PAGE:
Thompson v The Renwick Group (2014)
Parent companies will draw comfort from this Court of Appeal decision which sets a high threshold before parent companies will be found liable for the actions of their subsidiaries, especially where the parent and subsidiary operate in different sectors or areas from each other and the parent is only partly involved in the running of the subsidiary.
The claimant (Thompson) was negligently exposed to asbestos by his employer in the mid-1970s, which led to him developing diffuse pleural thickening. His employer was unable to meet judgment against it and did not have liability insurance in place at the relevant time. Accordingly, Thompson claimed against the parent company of his employer (The Renwick Group) and at first instance, the judge found the parent company liable on the basis that it had appointed an individual as a director of the subsidiary and that that individual had been responsible for health and safety matters.
In contrast, the Court of Appeal held that the director appointed by the parent company was not acting on its behalf and the parent company had not assumed a duty of care to the employees of its subsidiary by virtue of this appointment. Nor should such a duty of care be imposed on the parent company. In relation to whether The Renwick Group had assumed a duty of care to Thompson, the Court held that it did not assume such a duty because by running the day-to-day operation of the new subsidiary, the new director was not acting on behalf of the parent group. Rather, he was acting pursuant to his fiduciary duty which he owed to the subsidiary.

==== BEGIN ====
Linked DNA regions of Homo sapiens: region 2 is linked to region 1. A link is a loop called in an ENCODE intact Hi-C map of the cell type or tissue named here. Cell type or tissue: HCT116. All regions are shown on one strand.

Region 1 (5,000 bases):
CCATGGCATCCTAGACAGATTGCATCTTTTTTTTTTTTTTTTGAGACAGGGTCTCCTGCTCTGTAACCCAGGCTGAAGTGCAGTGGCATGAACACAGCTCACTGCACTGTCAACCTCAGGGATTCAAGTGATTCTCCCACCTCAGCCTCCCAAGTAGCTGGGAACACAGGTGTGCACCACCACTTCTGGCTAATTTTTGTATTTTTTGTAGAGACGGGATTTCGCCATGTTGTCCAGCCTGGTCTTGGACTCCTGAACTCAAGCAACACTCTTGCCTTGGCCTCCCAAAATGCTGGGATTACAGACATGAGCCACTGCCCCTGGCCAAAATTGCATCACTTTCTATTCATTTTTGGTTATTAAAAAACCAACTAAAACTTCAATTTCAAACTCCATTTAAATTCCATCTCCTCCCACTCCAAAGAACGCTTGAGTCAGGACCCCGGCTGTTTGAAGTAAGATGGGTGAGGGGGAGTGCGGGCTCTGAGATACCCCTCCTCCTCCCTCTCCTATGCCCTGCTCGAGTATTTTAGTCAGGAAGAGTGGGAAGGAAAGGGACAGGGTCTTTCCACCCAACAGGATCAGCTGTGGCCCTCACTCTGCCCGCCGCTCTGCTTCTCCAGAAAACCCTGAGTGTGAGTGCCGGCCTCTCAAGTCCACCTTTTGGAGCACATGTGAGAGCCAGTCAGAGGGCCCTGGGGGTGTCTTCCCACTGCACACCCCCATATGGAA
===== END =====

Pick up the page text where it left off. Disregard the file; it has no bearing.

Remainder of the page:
As to whether liability could be imposed on the parent company, it held that a duty would only be imposed if the threefold test in Caparo Industries Plc v Dickman (1990) was satisfied i.e. the test of foreseeability of damage, proximity and whether it was fair, just and reasonable to impose a duty upon one party for the benefit of another. The Court referred to Chandler v Cape Plc (2012), which did find a parent company responsible for the health and safety of its subsidiary’s employees. Chandler stressed that the key question was whether what the parent company did amounted to taking on a direct duty to the subsidiary’s employees.
The Court of Appeal held this case was “far removed” from Chandler. There was no evidence that The Renwick Group at any time carried on any business at all apart from that of holding shares in other companies, let alone a haulage business or, as would be required, a business an integral part of which was the warehousing or handling of asbestos or any potentially hazardous substance.
The Court remarked that: “what one is looking for here is a situation in which the parent company is better placed, because of its superior knowledge or expertise, to protect the employees of subsidiary companies against the risk of injury and moreover where, because of that feature, it is fair to infer that the subsidiary will rely upon the parent deploying its superior knowledge in order to protect its employees from risk of injury”.
Here, however, there was no basis upon which it could be asserted that The Renwick Group had, or should have had, any knowledge of the hazards of handling raw asbestos superior to that which the subsidiary could be expected to have. The evidence fell far short of what was required for the imposition of a duty of care on The Renwick Group.